(Updates with rental income outlook from 10th paragraph.)
Sept. 2 (Bloomberg) -- Global Logistic Properties Ltd., the overseas logistics unit of the Government of Singapore Investment Corp., said it plans to raise rents in Japan because of a shortage of newer storage and distribution facilities.
Global Logistic, which has 99 percent occupancy rate in the country, plans to increase rents by about 5 percent to 10 percent, said Jeffrey Schwartz, deputy chairman of the company. Only about 2 percent of 480 million square meters (5.2 billion square feet) of space are modern logistic facilities, he said, citing a report by Jones Lang LaSalle Inc.
The vacancy rate for warehouses in Tokyo fell by more than half to 7 percent in June from a peak of 20 percent in September 2009 due to a lack of new supply, according to CB Richard Ellis Group Inc. The March 11 earthquake that damaged and destroyed more than 46,000 non-residential properties highlighted the need for newer facilities such as those equipped with ramps that trucks can move freight in the building.
“It’s a horrible tragedy, but actually we have seen an increase in demand,” said Schwartz in an interview in Tokyo yesterday. “It’s a testimony of reasons why customers should be in modern space.”
Singapore-based Global Logistic yesterday said it formed a joint venture with the Canada Pension Plan Investment Board, which manages C$153.2 billion ($157 billion). The venture will invest $500 million over the next three years to develop and hold storage and distribution centers in greater Tokyo and Osaka areas, according to a statement to the Singapore stock exchange.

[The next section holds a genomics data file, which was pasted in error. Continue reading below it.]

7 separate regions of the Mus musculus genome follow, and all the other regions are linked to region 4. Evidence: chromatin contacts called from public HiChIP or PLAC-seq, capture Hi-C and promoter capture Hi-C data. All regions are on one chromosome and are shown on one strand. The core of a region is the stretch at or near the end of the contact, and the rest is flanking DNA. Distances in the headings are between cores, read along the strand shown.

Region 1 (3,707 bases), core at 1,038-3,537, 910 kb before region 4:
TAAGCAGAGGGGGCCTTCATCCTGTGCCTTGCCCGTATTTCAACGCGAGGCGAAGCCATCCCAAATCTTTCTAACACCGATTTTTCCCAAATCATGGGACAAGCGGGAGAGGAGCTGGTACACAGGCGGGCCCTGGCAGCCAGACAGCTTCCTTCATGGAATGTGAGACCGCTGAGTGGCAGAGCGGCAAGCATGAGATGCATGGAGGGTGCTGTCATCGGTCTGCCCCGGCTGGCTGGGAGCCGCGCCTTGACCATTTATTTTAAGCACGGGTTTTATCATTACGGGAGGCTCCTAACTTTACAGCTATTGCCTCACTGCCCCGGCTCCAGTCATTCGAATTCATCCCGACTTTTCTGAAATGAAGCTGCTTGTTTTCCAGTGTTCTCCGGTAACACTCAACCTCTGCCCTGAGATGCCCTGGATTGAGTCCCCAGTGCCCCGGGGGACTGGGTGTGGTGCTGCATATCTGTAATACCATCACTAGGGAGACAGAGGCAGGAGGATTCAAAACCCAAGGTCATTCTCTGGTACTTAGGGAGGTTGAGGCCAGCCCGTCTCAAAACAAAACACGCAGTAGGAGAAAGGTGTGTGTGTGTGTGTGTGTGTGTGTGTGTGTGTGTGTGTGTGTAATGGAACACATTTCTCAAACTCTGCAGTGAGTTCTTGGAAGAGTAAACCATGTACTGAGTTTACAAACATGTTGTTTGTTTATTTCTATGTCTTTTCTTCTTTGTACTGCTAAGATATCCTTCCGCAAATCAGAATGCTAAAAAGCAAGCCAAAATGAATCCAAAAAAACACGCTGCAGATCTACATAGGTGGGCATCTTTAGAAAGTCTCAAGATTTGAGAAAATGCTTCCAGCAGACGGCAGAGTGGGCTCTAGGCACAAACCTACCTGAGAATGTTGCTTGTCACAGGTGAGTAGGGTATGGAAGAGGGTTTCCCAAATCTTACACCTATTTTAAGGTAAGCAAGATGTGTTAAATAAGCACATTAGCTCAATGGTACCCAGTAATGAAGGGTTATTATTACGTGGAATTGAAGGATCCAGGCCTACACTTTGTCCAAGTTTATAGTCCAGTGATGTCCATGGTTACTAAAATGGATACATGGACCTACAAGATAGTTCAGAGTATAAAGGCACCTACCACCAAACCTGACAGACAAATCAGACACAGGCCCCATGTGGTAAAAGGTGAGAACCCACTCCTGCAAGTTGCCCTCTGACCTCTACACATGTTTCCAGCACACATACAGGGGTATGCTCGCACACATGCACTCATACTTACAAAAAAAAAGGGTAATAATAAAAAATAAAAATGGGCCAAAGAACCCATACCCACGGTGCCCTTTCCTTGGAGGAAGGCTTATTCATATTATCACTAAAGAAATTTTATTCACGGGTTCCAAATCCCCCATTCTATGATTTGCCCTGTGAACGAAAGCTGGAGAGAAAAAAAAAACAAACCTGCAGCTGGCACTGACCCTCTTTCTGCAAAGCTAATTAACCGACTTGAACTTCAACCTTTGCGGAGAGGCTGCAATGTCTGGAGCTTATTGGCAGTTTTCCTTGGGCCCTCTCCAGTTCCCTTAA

Japan Market Share
The venture will build as many as 12 warehouses that may be worth as much as $1.4 billion, Schwartz said.
Shares of Global Logistic rose as much as 2.9 percent and traded at S$1.765 as of 10:09 a.m. on the Singapore exchange.
Global Logistic had an 18 percent market share in terms of floor space in Japan as of March 31, according to CB Richard Ellis. Prologis Inc. and AMB Property Corp. each owned about 10 percent in the country before they merged in June.
It manages 69 warehouses throughout Japan with about 2.8 million square meters of floor area, according to the Singapore company. About half of the properties are in the greater Tokyo area including at least two facilities near Narita International Airport.
While asking rent for medium to large multitenant warehouses and logistics facilities in Tokyo fell to 5,230 yen per tsubo as of June from 5,510 yen in 2010, it may rebound because of a supply shortage, according to a report by CB Richard Ellis yesterday. One tsubo, a standard measure of property area in Japan, is 3.3 square meters or 35.5 square feet.
“It’s likely that rents could strengthen against the backdrop of a limited new supply, with only four multitenant lease premises slated to open by the end of 2012,” it said.
Global Logistic manages about $11.7 billion of facilities in Japan and China, according to the company’s annual report. Customers in the two countries include Amazon.com Inc., the world’s biggest Internet retailer; Nippon Express Co., a Tokyo- based freight company, and Deutsche Post AG’s DHL International GmbH.
--Editors: Tomoko Yamazaki, Andreea Papuc
To contact the reporters on this story: Kathleen Chu in Tokyo at Kchu2@bloomberg.net
To contact the editor responsible for this story: Andreea Papuc at firstname.lastname@example.org